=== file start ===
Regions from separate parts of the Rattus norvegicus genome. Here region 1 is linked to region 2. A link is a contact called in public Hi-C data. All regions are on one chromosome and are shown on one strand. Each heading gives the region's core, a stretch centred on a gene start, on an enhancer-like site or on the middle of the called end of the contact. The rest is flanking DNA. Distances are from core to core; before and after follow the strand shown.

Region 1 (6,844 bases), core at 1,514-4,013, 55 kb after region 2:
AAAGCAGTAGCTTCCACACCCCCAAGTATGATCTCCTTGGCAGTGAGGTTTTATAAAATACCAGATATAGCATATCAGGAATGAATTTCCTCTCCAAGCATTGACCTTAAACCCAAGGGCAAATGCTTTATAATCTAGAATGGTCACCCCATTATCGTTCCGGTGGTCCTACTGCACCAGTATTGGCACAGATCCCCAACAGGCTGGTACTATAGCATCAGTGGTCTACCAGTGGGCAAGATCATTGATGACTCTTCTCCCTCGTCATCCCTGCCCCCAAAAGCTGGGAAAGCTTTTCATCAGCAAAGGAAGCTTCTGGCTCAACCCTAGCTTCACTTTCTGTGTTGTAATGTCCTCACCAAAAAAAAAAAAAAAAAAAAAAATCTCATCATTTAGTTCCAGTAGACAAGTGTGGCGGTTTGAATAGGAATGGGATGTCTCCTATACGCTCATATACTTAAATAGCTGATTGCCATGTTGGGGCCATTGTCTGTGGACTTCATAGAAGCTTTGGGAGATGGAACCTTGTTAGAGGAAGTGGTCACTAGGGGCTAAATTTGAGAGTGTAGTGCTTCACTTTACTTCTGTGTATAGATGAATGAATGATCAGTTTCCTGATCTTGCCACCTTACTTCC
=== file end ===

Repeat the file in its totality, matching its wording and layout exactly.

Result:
Regions from separate parts of the Rattus norvegicus genome. Here region 1 is linked to region 2. A link is a contact called in public Hi-C data. All regions are on one chromosome and are shown on one strand. Each heading gives the region's core, a stretch centred on a gene start, on an enhancer-like site or on the middle of the called end of the contact. The rest is flanking DNA. Distances are from core to core; before and after follow the strand shown.

Region 1 (6,844 bases), core at 1,514-4,013, 55 kb after region 2:
AAAGCAGTAGCTTCCACACCCCCAAGTATGATCTCCTTGGCAGTGAGGTTTTATAAAATACCAGATATAGCATATCAGGAATGAATTTCCTCTCCAAGCATTGACCTTAAACCCAAGGGCAAATGCTTTATAATCTAGAATGGTCACCCCATTATCGTTCCGGTGGTCCTACTGCACCAGTATTGGCACAGATCCCCAACAGGCTGGTACTATAGCATCAGTGGTCTACCAGTGGGCAAGATCATTGATGACTCTTCTCCCTCGTCATCCCTGCCCCCAAAAGCTGGGAAAGCTTTTCATCAGCAAAGGAAGCTTCTGGCTCAACCCTAGCTTCACTTTCTGTGTTGTAATGTCCTCACCAAAAAAAAAAAAAAAAAAAAAAATCTCATCATTTAGTTCCAGTAGACAAGTGTGGCGGTTTGAATAGGAATGGGATGTCTCCTATACGCTCATATACTTAAATAGCTGATTGCCATGTTGGGGCCATTGTCTGTGGACTTCATAGAAGCTTTGGGAGATGGAACCTTGTTAGAGGAAGTGGTCACTAGGGGCTAAATTTGAGAGTGTAGTGCTTCACTTTACTTCTGTGTATAGATGAATGAATGATCAGTTTCCTGATCTTGCCACCTTACTTCC